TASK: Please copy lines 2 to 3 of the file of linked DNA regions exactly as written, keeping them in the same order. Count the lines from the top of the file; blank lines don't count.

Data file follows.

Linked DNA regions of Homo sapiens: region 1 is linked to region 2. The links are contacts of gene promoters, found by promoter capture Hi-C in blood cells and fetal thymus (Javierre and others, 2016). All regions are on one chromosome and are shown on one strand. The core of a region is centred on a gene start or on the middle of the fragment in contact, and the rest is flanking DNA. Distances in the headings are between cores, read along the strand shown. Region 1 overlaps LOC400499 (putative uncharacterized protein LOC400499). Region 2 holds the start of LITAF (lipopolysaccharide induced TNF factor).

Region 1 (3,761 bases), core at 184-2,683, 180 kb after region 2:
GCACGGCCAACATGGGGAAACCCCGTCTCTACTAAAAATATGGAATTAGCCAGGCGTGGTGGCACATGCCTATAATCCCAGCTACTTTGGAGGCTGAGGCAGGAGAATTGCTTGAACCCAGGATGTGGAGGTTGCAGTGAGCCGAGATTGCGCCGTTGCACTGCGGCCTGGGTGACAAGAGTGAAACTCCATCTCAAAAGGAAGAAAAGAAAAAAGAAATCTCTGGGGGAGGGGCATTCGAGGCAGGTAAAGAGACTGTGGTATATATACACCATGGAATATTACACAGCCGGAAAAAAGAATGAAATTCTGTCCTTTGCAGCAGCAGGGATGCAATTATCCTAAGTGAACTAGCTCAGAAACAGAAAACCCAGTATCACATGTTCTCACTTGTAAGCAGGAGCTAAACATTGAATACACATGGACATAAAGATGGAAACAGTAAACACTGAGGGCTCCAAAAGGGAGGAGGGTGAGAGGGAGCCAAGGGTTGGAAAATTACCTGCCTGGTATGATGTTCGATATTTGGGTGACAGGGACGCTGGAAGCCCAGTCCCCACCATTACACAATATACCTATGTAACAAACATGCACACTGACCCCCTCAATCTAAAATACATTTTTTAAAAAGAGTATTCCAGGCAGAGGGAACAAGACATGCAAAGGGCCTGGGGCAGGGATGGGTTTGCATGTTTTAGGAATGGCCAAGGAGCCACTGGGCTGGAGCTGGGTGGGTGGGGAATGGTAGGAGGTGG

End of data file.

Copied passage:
Region 1 (3,761 bases), core at 184-2,683, 180 kb after region 2:
GCACGGCCAACATGGGGAAACCCCGTCTCTACTAAAAATATGGAATTAGCCAGGCGTGGTGGCACATGCCTATAATCCCAGCTACTTTGGAGGCTGAGGCAGGAGAATTGCTTGAACCCAGGATGTGGAGGTTGCAGTGAGCCGAGATTGCGCCGTTGCACTGCGGCCTGGGTGACAAGAGTGAAACTCCATCTCAAAAGGAAGAAAAGAAAAAAGAAATCTCTGGGGGAGGGGCATTCGAGGCAGGTAAAGAGACTGTGGTATATATACACCATGGAATATTACACAGCCGGAAAAAAGAATGAAATTCTGTCCTTTGCAGCAGCAGGGATGCAATTATCCTAAGTGAACTAGCTCAGAAACAGAAAACCCAGTATCACATGTTCTCACTTGTAAGCAGGAGCTAAACATTGAATACACATGGACATAAAGATGGAAACAGTAAACACTGAGGGCTCCAAAAGGGAGGAGGGTGAGAGGGAGCCAAGGGTTGGAAAATTACCTGCCTGGTATGATGTTCGATATTTGGGTGACAGGGACGCTGGAAGCCCAGTCCCCACCATTACACAATATACCTATGTAACAAACATGCACACTGACCCCCTCAATCTAAAATACATTTTTTAAAAAGAGTATTCCAGGCAGAGGGAACAAGACATGCAAAGGGCCTGGGGCAGGGATGGGTTTGCATGTTTTAGGAATGGCCAAGGAGCCACTGGGCTGGAGCTGGGTGGGTGGGGAATGGTAGGAGGTGG